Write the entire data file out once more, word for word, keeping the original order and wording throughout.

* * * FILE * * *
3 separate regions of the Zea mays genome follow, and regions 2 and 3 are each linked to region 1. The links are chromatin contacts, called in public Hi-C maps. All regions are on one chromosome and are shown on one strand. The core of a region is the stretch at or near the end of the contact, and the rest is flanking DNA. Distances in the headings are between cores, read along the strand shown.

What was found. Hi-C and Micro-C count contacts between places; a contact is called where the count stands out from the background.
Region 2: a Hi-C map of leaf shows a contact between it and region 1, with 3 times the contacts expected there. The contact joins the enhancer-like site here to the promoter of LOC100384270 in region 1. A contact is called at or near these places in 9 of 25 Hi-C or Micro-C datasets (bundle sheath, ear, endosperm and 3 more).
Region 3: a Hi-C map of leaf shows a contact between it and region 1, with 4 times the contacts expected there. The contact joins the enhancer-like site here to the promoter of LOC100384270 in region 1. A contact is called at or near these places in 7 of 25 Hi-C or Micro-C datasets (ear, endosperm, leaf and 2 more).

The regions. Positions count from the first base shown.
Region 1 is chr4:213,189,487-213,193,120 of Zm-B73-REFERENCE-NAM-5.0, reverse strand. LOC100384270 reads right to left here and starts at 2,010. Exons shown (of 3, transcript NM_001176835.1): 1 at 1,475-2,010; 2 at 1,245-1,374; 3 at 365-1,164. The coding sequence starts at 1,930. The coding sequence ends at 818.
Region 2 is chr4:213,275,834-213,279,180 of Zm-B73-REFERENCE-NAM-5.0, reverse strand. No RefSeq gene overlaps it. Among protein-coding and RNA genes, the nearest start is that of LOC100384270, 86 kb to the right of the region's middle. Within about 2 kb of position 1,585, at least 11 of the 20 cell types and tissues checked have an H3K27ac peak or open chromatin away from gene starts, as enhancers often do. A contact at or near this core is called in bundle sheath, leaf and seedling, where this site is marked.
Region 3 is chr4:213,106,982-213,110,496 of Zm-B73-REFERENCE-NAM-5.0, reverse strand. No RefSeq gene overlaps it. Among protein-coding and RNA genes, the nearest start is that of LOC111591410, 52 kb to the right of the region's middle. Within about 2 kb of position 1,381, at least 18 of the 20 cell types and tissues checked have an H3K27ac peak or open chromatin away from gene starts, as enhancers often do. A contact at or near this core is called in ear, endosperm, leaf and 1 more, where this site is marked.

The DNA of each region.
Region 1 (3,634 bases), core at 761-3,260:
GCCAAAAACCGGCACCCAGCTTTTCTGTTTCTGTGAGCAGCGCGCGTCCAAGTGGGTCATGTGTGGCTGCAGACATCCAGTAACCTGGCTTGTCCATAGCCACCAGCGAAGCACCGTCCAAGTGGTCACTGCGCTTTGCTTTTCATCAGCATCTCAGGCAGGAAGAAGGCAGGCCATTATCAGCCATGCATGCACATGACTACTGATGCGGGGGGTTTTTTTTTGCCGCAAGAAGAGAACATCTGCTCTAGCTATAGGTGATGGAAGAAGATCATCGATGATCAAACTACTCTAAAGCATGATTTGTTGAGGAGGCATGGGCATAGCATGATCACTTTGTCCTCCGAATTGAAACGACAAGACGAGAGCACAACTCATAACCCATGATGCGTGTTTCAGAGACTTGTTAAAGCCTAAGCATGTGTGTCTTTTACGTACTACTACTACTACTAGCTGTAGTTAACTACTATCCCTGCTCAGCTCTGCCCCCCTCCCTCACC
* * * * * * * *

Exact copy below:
3 separate regions of the Zea mays genome follow, and regions 2 and 3 are each linked to region 1. The links are chromatin contacts, called in public Hi-C maps. All regions are on one chromosome and are shown on one strand. The core of a region is the stretch at or near the end of the contact, and the rest is flanking DNA. Distances in the headings are between cores, read along the strand shown.

What was found. Hi-C and Micro-C count contacts between places; a contact is called where the count stands out from the background.
Region 2: a Hi-C map of leaf shows a contact between it and region 1, with 3 times the contacts expected there. The contact joins the enhancer-like site here to the promoter of LOC100384270 in region 1. A contact is called at or near these places in 9 of 25 Hi-C or Micro-C datasets (bundle sheath, ear, endosperm and 3 more).
Region 3: a Hi-C map of leaf shows a contact between it and region 1, with 4 times the contacts expected there. The contact joins the enhancer-like site here to the promoter of LOC100384270 in region 1. A contact is called at or near these places in 7 of 25 Hi-C or Micro-C datasets (ear, endosperm, leaf and 2 more).

The regions. Positions count from the first base shown.
Region 1 is chr4:213,189,487-213,193,120 of Zm-B73-REFERENCE-NAM-5.0, reverse strand. LOC100384270 reads right to left here and starts at 2,010. Exons shown (of 3, transcript NM_001176835.1): 1 at 1,475-2,010; 2 at 1,245-1,374; 3 at 365-1,164. The coding sequence starts at 1,930. The coding sequence ends at 818.
Region 2 is chr4:213,275,834-213,279,180 of Zm-B73-REFERENCE-NAM-5.0, reverse strand. No RefSeq gene overlaps it. Among protein-coding and RNA genes, the nearest start is that of LOC100384270, 86 kb to the right of the region's middle. Within about 2 kb of position 1,585, at least 11 of the 20 cell types and tissues checked have an H3K27ac peak or open chromatin away from gene starts, as enhancers often do. A contact at or near this core is called in bundle sheath, leaf and seedling, where this site is marked.
Region 3 is chr4:213,106,982-213,110,496 of Zm-B73-REFERENCE-NAM-5.0, reverse strand. No RefSeq gene overlaps it. Among protein-coding and RNA genes, the nearest start is that of LOC111591410, 52 kb to the right of the region's middle. Within about 2 kb of position 1,381, at least 18 of the 20 cell types and tissues checked have an H3K27ac peak or open chromatin away from gene starts, as enhancers often do. A contact at or near this core is called in ear, endosperm, leaf and 1 more, where this site is marked.

The DNA of each region.
Region 1 (3,634 bases), core at 761-3,260:
GCCAAAAACCGGCACCCAGCTTTTCTGTTTCTGTGAGCAGCGCGCGTCCAAGTGGGTCATGTGTGGCTGCAGACATCCAGTAACCTGGCTTGTCCATAGCCACCAGCGAAGCACCGTCCAAGTGGTCACTGCGCTTTGCTTTTCATCAGCATCTCAGGCAGGAAGAAGGCAGGCCATTATCAGCCATGCATGCACATGACTACTGATGCGGGGGGTTTTTTTTTGCCGCAAGAAGAGAACATCTGCTCTAGCTATAGGTGATGGAAGAAGATCATCGATGATCAAACTACTCTAAAGCATGATTTGTTGAGGAGGCATGGGCATAGCATGATCACTTTGTCCTCCGAATTGAAACGACAAGACGAGAGCACAACTCATAACCCATGATGCGTGTTTCAGAGACTTGTTAAAGCCTAAGCATGTGTGTCTTTTACGTACTACTACTACTACTAGCTGTAGTTAACTACTATCCCTGCTCAGCTCTGCCCCCCTCCCTCACC